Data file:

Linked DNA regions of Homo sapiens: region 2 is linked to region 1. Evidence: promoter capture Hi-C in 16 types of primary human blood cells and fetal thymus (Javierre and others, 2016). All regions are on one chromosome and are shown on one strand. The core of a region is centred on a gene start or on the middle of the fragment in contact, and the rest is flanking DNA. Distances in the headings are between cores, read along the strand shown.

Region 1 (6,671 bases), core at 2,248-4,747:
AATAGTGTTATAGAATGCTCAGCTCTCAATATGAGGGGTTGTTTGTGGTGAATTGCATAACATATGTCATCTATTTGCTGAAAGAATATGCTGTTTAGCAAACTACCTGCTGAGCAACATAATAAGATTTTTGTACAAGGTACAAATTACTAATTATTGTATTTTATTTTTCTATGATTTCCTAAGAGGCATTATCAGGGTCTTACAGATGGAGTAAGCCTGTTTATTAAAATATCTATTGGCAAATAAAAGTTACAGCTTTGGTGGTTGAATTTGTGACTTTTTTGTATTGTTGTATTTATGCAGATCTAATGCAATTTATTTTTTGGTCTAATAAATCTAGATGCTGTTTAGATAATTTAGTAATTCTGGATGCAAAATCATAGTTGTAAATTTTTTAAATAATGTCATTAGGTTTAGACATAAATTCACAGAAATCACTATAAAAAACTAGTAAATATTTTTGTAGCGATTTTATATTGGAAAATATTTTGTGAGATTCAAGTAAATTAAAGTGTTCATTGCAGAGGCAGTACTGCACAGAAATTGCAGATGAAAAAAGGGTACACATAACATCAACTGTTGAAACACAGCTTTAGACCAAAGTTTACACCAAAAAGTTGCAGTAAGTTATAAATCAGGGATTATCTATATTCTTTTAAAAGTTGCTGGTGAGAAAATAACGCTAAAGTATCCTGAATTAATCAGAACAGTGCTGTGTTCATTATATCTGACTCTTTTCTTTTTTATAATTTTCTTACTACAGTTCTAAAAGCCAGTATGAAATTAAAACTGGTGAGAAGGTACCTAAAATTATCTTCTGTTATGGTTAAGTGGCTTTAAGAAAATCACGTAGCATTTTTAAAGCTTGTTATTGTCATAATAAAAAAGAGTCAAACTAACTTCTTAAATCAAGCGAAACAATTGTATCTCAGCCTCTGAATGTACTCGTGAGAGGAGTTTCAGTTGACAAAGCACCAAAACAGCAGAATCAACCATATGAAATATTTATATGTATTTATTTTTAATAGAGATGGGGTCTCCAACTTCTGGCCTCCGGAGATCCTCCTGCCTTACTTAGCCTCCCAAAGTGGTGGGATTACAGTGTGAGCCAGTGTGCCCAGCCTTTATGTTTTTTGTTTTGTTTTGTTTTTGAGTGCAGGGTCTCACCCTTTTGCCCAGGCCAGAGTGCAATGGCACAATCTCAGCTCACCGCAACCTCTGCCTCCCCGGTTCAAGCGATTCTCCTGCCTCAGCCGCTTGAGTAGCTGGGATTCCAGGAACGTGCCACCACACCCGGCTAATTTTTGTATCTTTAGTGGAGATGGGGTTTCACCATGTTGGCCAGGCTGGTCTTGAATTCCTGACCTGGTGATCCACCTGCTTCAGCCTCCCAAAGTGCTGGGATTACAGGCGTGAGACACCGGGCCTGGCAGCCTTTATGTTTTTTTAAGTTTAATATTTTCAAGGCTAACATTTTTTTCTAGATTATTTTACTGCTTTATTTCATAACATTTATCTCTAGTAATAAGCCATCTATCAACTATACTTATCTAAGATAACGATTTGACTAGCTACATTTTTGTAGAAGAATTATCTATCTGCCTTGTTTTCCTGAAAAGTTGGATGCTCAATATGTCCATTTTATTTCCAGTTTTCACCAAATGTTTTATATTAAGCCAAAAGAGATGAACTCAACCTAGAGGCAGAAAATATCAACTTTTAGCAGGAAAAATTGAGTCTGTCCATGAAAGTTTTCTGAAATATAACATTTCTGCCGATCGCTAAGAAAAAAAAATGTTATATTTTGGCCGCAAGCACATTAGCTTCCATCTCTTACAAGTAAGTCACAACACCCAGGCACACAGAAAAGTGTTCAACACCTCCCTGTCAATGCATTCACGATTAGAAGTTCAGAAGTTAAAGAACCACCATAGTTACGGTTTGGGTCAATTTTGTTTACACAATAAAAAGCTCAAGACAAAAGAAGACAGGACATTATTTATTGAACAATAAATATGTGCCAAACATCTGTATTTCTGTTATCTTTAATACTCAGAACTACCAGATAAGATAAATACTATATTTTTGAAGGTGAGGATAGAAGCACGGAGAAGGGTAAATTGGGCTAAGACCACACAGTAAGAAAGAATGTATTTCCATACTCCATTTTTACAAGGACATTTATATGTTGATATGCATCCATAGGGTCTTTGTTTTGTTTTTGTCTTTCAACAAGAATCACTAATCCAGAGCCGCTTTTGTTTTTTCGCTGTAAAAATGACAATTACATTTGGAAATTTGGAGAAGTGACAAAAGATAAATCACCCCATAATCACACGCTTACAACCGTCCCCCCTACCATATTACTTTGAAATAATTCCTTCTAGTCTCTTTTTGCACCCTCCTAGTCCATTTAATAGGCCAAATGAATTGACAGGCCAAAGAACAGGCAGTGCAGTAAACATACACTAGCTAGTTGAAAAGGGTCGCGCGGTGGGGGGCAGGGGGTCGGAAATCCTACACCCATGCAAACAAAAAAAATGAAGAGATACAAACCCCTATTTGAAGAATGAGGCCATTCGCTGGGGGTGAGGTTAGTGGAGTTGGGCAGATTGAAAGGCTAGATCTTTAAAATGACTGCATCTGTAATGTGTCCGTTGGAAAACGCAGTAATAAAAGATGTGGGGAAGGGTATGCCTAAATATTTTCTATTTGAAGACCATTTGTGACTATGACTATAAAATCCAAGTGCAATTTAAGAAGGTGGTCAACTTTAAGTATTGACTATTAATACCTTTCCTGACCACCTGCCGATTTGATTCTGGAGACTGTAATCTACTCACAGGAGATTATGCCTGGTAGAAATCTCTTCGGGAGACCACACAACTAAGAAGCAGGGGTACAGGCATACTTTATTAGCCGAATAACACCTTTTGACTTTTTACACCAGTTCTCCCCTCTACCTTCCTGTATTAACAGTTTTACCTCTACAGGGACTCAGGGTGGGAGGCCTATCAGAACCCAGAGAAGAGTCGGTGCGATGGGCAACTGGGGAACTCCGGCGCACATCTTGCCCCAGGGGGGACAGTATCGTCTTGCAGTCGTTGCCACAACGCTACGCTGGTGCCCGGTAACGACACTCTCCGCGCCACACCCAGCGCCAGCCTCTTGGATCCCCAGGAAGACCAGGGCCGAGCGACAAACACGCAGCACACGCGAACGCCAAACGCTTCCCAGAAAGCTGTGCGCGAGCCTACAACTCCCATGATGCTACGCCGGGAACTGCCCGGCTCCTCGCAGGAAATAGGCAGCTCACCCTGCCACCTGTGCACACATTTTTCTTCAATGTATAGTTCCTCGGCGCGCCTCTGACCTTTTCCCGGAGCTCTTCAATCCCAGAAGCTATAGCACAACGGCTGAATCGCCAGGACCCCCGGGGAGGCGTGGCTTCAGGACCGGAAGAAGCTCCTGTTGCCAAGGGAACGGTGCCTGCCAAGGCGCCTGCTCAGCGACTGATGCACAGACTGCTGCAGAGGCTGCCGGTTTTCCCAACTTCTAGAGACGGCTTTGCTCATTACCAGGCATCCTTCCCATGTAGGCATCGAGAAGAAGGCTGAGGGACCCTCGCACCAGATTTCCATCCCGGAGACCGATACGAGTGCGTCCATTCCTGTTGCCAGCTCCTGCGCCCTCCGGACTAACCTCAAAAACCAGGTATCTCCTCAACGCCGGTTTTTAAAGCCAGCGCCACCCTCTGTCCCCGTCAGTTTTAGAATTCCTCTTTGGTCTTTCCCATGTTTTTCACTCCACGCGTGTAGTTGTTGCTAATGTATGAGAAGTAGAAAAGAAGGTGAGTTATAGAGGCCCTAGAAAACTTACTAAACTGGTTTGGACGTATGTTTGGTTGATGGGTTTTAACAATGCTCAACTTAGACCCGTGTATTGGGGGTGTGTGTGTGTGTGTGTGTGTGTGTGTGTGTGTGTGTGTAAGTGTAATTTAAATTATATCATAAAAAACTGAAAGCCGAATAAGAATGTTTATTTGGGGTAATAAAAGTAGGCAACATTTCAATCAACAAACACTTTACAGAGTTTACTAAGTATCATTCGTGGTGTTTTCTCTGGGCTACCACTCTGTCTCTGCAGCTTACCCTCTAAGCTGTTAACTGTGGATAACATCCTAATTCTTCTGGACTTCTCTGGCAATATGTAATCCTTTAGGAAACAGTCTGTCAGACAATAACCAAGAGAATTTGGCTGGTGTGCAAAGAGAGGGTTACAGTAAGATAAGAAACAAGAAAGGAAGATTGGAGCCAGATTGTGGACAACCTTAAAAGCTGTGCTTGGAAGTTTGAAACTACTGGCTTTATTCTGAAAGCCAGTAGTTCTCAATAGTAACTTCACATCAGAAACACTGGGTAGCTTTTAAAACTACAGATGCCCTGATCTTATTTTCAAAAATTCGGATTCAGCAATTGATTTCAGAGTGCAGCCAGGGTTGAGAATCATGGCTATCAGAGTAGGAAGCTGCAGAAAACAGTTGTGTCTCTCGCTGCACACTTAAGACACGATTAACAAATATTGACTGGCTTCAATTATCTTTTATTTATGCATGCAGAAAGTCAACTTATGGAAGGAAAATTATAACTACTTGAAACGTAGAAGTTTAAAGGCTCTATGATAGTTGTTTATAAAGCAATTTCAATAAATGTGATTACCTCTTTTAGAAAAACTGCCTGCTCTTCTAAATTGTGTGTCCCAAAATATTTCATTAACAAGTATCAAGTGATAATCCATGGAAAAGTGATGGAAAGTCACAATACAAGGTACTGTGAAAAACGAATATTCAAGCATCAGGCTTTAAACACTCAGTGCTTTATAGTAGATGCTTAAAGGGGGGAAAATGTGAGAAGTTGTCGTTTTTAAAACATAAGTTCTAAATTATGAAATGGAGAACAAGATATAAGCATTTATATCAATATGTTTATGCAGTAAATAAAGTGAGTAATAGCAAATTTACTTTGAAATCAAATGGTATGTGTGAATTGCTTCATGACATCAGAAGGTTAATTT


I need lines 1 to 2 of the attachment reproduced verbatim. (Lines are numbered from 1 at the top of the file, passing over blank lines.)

Linked DNA regions of Homo sapiens: region 2 is linked to region 1. Evidence: promoter capture Hi-C in 16 types of primary human blood cells and fetal thymus (Javierre and others, 2016). All regions are on one chromosome and are shown on one strand. The core of a region is centred on a gene start or on the middle of the fragment in contact, and the rest is flanking DNA. Distances in the headings are between cores, read along the strand shown.

Region 1 (6,671 bases), core at 2,248-4,747: